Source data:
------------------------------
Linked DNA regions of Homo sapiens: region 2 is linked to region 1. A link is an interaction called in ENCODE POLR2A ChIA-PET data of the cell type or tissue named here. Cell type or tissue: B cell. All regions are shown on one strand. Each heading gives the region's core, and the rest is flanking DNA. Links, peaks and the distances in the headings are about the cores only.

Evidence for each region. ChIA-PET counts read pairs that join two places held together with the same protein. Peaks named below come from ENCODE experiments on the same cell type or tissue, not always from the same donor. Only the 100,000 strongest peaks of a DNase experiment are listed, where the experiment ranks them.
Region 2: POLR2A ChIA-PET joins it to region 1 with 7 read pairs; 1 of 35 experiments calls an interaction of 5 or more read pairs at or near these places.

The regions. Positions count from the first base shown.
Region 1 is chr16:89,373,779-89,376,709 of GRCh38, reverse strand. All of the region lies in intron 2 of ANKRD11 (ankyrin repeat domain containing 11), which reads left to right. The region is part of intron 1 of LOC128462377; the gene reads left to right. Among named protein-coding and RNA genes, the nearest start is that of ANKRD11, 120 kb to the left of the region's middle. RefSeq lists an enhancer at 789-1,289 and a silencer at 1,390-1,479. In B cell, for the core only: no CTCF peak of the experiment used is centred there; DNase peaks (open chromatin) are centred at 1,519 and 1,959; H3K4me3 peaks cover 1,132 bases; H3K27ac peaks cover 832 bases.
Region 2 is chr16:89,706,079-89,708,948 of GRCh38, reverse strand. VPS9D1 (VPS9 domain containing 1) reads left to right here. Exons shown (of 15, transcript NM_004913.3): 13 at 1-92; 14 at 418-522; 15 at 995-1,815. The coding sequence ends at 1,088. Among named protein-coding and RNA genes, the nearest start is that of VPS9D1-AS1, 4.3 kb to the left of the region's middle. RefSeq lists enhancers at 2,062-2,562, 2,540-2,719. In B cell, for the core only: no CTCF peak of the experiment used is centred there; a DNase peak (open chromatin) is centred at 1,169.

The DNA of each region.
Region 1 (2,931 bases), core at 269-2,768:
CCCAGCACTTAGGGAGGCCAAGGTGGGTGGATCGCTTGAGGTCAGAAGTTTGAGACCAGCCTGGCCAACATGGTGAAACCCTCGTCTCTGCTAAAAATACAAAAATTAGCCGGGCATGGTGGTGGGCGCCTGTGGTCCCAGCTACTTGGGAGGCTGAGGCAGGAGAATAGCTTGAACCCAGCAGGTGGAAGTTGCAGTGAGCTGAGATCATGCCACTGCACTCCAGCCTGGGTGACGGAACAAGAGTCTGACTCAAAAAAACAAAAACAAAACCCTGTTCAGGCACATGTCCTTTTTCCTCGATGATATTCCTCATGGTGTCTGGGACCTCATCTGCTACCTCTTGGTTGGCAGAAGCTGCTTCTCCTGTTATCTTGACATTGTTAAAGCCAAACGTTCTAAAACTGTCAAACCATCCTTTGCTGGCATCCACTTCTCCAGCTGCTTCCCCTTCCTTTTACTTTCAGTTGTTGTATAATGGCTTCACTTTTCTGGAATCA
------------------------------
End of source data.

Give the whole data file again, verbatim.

Linked DNA regions of Homo sapiens: region 2 is linked to region 1. A link is an interaction called in ENCODE POLR2A ChIA-PET data of the cell type or tissue named here. Cell type or tissue: B cell. All regions are shown on one strand. Each heading gives the region's core, and the rest is flanking DNA. Links, peaks and the distances in the headings are about the cores only.

Evidence for each region. ChIA-PET counts read pairs that join two places held together with the same protein. Peaks named below come from ENCODE experiments on the same cell type or tissue, not always from the same donor. Only the 100,000 strongest peaks of a DNase experiment are listed, where the experiment ranks them.
Region 2: POLR2A ChIA-PET joins it to region 1 with 7 read pairs; 1 of 35 experiments calls an interaction of 5 or more read pairs at or near these places.

The regions. Positions count from the first base shown.
Region 1 is chr16:89,373,779-89,376,709 of GRCh38, reverse strand. All of the region lies in intron 2 of ANKRD11 (ankyrin repeat domain containing 11), which reads left to right. The region is part of intron 1 of LOC128462377; the gene reads left to right. Among named protein-coding and RNA genes, the nearest start is that of ANKRD11, 120 kb to the left of the region's middle. RefSeq lists an enhancer at 789-1,289 and a silencer at 1,390-1,479. In B cell, for the core only: no CTCF peak of the experiment used is centred there; DNase peaks (open chromatin) are centred at 1,519 and 1,959; H3K4me3 peaks cover 1,132 bases; H3K27ac peaks cover 832 bases.
Region 2 is chr16:89,706,079-89,708,948 of GRCh38, reverse strand. VPS9D1 (VPS9 domain containing 1) reads left to right here. Exons shown (of 15, transcript NM_004913.3): 13 at 1-92; 14 at 418-522; 15 at 995-1,815. The coding sequence ends at 1,088. Among named protein-coding and RNA genes, the nearest start is that of VPS9D1-AS1, 4.3 kb to the left of the region's middle. RefSeq lists enhancers at 2,062-2,562, 2,540-2,719. In B cell, for the core only: no CTCF peak of the experiment used is centred there; a DNase peak (open chromatin) is centred at 1,169.

The DNA of each region.
Region 1 (2,931 bases), core at 269-2,768:
CCCAGCACTTAGGGAGGCCAAGGTGGGTGGATCGCTTGAGGTCAGAAGTTTGAGACCAGCCTGGCCAACATGGTGAAACCCTCGTCTCTGCTAAAAATACAAAAATTAGCCGGGCATGGTGGTGGGCGCCTGTGGTCCCAGCTACTTGGGAGGCTGAGGCAGGAGAATAGCTTGAACCCAGCAGGTGGAAGTTGCAGTGAGCTGAGATCATGCCACTGCACTCCAGCCTGGGTGACGGAACAAGAGTCTGACTCAAAAAAACAAAAACAAAACCCTGTTCAGGCACATGTCCTTTTTCCTCGATGATATTCCTCATGGTGTCTGGGACCTCATCTGCTACCTCTTGGTTGGCAGAAGCTGCTTCTCCTGTTATCTTGACATTGTTAAAGCCAAACGTTCTAAAACTGTCAAACCATCCTTTGCTGGCATCCACTTCTCCAGCTGCTTCCCCTTCCTTTTACTTTCAGTTGTTGTATAATGGCTTCACTTTTCTGGAATCA